Skip Navigation
Skip to contents

ACC : Acute and Critical Care



Page Path
HOME > Search
1 "Masoumeh Mirhosiny"
Article category
Publication year
Original Article
How do physicians and nurses differ in their perceived barriers to effective enteral nutrition in the intensive care unit?
Masoumeh Mirhosiny, Mansour Arab, Parvin Mangolian Shahrbabaki
Acute Crit Care. 2021;36(4):342-350.   Published online November 16, 2021
  • 4,770 View
  • 200 Download
  • 6 Web of Science
  • 7 Crossref
AbstractAbstract PDF
Patients hospitalized in intensive care units are susceptible to chronic malnutrition from changes in protein and energy metabolism in response to trauma. Therefore, nutritional support, especially enteral nutrition, is one of the most important treatment measures for these patients. However, there are several barriers in the hospitals in treating patients with enteral nutrition. This study was performed to compare the perceptions of care providers (physicians and nurses) on the barriers to enteral nutrition in intensive care units.
This was a cross-sectional descriptive and analytic study. This study included 263 nurses and 104 physicians in the intensive care units of XXXX southeast hospitals. A questionnaire of enteral nutrition barriers in intensive care units was used. IBM SPSS ver. 19 was used to analyze data.
There was a significant difference between the two groups in the three subscales of intensive care units (P=0.034), dietician support (p=0.001>) and critical care provider attitudes and behavior (P=0.031). There was also a significant difference between having completed educational courses and the score of enteral nutrition barriers in the two groups (P<0.05); the people who received an educational course had a better perception of enteral nutrition barriers.
Physicians and nurses agreed with the perception of enteral nutrition barriers, but there was a difference in their perception on some barriers. Strategies such as in-service training and increasing the knowledge and skills of physicians and nurses can reduce these differences.


Citations to this article as recorded by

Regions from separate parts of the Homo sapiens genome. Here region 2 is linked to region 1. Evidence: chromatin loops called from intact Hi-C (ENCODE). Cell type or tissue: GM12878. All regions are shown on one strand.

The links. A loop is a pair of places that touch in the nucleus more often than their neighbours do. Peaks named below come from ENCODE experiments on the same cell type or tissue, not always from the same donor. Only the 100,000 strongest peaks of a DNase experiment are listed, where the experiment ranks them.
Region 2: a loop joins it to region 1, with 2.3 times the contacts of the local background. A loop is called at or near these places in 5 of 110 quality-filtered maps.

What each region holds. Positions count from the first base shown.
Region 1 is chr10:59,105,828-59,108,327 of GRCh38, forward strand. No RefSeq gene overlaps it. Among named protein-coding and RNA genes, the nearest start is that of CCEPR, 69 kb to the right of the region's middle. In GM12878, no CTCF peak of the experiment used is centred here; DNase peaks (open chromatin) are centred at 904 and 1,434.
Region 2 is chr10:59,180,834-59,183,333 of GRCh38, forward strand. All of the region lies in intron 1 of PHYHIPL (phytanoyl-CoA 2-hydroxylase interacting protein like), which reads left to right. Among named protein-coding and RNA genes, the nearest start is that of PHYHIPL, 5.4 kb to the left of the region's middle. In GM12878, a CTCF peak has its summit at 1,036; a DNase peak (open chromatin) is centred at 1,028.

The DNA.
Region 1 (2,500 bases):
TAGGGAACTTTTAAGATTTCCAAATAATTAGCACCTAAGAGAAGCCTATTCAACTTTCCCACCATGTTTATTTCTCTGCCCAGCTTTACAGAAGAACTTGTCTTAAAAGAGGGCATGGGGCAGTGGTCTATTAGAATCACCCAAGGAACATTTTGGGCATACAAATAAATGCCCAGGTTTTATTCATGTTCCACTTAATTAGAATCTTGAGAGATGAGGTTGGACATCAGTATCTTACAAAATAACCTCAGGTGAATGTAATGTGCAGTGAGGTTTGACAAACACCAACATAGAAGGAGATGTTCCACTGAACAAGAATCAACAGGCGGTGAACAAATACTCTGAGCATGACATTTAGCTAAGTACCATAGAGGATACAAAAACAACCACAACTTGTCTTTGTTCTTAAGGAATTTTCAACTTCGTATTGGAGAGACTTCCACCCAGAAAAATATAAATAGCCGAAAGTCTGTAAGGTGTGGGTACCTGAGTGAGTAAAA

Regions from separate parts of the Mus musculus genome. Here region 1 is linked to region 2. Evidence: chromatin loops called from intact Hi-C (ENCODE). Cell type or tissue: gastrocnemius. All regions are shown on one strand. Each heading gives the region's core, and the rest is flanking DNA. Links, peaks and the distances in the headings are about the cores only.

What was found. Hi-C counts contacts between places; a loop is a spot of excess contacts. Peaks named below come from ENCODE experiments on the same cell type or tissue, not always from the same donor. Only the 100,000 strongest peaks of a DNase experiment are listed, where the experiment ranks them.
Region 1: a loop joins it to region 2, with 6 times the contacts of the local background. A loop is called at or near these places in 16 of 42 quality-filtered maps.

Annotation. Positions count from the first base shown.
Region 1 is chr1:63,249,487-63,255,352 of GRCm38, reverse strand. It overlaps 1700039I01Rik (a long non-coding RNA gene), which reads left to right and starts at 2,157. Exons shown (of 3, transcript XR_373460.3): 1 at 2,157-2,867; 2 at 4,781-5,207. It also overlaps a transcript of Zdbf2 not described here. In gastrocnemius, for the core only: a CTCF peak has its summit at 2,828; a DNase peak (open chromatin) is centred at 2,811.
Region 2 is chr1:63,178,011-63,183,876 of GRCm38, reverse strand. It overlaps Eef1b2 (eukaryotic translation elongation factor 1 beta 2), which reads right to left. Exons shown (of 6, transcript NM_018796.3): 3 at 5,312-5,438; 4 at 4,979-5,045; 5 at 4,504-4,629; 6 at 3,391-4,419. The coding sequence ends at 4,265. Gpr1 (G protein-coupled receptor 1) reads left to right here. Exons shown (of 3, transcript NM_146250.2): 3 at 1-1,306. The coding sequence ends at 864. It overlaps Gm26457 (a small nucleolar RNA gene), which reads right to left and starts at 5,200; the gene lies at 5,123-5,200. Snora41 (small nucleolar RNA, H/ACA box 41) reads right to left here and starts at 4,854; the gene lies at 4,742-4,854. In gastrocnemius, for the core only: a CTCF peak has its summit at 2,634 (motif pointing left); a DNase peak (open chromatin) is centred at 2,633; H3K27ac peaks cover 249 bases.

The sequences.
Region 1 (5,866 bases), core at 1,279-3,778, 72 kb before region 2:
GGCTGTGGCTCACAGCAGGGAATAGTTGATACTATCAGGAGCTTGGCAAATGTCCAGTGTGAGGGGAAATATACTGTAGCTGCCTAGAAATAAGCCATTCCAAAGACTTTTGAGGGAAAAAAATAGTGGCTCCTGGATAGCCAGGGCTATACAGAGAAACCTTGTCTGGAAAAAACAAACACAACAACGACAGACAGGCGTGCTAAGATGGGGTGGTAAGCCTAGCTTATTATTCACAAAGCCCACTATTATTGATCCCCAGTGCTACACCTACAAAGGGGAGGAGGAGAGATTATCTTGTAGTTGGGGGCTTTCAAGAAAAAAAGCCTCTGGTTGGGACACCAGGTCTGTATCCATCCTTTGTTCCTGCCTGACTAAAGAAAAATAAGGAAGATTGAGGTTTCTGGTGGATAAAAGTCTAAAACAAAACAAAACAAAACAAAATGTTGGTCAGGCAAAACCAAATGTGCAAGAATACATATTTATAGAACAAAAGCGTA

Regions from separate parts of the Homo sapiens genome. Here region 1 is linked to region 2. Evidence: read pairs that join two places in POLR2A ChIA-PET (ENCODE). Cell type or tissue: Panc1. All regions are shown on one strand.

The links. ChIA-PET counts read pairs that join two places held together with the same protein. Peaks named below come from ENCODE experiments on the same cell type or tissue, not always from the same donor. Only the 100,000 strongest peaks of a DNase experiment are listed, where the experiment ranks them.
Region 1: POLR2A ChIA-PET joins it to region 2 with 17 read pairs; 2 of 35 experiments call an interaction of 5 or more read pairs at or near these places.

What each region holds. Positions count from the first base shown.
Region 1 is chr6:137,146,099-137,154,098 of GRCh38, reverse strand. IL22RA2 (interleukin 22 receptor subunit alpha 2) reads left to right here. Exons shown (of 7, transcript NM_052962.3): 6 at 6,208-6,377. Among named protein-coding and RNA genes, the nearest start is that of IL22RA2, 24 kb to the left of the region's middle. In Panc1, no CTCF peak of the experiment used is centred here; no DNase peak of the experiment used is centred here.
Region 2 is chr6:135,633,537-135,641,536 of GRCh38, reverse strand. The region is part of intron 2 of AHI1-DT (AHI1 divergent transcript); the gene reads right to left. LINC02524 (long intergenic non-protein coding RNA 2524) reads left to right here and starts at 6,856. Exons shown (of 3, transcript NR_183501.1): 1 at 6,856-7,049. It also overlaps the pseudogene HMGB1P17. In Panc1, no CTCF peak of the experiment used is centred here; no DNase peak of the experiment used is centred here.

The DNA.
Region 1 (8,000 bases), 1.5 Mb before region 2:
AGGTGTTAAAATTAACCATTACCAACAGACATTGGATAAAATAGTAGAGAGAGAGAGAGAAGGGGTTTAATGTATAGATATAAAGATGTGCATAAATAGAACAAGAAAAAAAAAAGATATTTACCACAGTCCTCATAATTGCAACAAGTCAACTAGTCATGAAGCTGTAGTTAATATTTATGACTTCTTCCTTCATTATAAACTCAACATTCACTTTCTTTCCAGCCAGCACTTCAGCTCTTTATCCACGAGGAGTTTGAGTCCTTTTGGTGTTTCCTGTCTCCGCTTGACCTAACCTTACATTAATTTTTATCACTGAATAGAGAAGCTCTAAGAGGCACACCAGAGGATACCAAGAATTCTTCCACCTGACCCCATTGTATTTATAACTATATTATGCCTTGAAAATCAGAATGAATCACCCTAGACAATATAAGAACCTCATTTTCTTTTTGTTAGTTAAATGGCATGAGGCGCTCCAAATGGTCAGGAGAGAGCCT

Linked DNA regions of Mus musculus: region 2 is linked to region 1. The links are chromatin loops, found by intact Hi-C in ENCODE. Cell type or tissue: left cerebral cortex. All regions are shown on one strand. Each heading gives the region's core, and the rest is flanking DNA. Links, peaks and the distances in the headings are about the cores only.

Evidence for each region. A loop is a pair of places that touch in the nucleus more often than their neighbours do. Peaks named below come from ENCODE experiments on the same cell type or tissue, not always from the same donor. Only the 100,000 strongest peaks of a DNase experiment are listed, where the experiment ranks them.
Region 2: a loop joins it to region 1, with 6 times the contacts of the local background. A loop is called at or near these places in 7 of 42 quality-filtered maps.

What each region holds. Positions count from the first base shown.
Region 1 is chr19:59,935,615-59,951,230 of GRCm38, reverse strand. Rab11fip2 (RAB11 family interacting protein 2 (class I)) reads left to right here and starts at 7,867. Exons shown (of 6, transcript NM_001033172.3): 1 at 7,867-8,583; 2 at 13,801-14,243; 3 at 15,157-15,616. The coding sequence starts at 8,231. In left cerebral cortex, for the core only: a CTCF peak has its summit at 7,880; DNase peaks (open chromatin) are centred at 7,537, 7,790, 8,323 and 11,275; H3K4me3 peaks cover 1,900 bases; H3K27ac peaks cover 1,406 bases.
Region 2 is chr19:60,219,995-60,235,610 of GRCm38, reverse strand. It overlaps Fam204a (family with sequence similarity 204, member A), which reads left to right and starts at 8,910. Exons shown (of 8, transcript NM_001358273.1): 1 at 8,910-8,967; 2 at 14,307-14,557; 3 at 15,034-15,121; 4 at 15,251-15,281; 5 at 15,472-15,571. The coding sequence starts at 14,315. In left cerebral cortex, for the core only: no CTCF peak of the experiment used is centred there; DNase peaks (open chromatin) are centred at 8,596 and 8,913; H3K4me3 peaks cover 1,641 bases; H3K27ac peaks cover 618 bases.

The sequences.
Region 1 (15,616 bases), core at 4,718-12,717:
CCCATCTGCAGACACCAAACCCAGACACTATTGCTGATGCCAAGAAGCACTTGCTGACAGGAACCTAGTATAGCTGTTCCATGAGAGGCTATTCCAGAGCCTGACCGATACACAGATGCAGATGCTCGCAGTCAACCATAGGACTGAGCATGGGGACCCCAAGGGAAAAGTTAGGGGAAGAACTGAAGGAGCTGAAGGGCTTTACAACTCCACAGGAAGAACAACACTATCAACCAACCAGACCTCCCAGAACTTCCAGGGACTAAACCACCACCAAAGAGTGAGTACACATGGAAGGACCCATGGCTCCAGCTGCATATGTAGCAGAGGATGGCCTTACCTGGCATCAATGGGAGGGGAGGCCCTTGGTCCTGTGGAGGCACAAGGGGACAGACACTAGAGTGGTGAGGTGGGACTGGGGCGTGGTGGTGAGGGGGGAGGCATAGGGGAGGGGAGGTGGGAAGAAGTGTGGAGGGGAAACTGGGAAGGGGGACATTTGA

• Nutrition practices in critically ill adults receiving noninvasive ventilation: A quantitative survey of Australian and New Zealand intensive care clinicians
    Kaitlyn Page, Elizabeth Viner Smith, Mark P. Plummer, Emma J. Ridley, Kristy Burfield, Lee-anne S. Chapple
    Australian Critical Care.2024; 37(1): 43.     CrossRef
  • El hambre invisible en la Unidad de Cuidados Intensivos. Estrategias de Cuidado y Consideraciones Esenciales
    Ignacio Zaragoza-García
    Enfermería Intensiva.2024; 35(1): 1.     CrossRef
  • Invisible hunger in the Intensive Care Unit: Care strategies and essential considerations
    I. Zaragoza-García
    Enfermería Intensiva (English ed.).2024; 35(1): 1.     CrossRef
  • Evidence-Based Investigation of Nurses' Nutrition Interventions in Intensive Care Patients Regarding Enteral Nutrition
    Mensure Turan, Zeliha Cengiz, Dilek Olmaz
    Dimensions of Critical Care Nursing.2024; 43(3): 123.     CrossRef
  • Contribution to the Validation of the Portuguese Version of the “Barriers to Enterally Feeding Critically Ill Patients” Questionnaire and Its Application in a Hospital Context
    Mário Rui Abade, Noémia Lopes, José de Santo Amaro
    Topics in Clinical Nutrition.2024; 39(3): 184.     CrossRef
  • Adequacy of protein and calorie delivery according to the expected calculated targets: a day‐by‐day assessment in critically ill patients undergoing enteral feeding
    Adam Fabiani, Lorella Dreas, Enzo Mazzaro, Elena Trampus, Michela Zanetti, Antonella Calabretti, Giuseppe Gatti, Gianfranco Sanson
    Journal of Human Nutrition and Dietetics.2023; 36(3): 697.     CrossRef
  • Barriers to Delivery of Enteral Nutrition in Intensive Care Settings in Saudi Arabia: A Comparative Study of the Perceptions of Health Care Providers Working in Adult and Paediatric ICUs
    Sara Zaher
    Risk Management and Healthcare Policy.2022; Volume 15: 2357.     CrossRef

ACC : Acute and Critical Care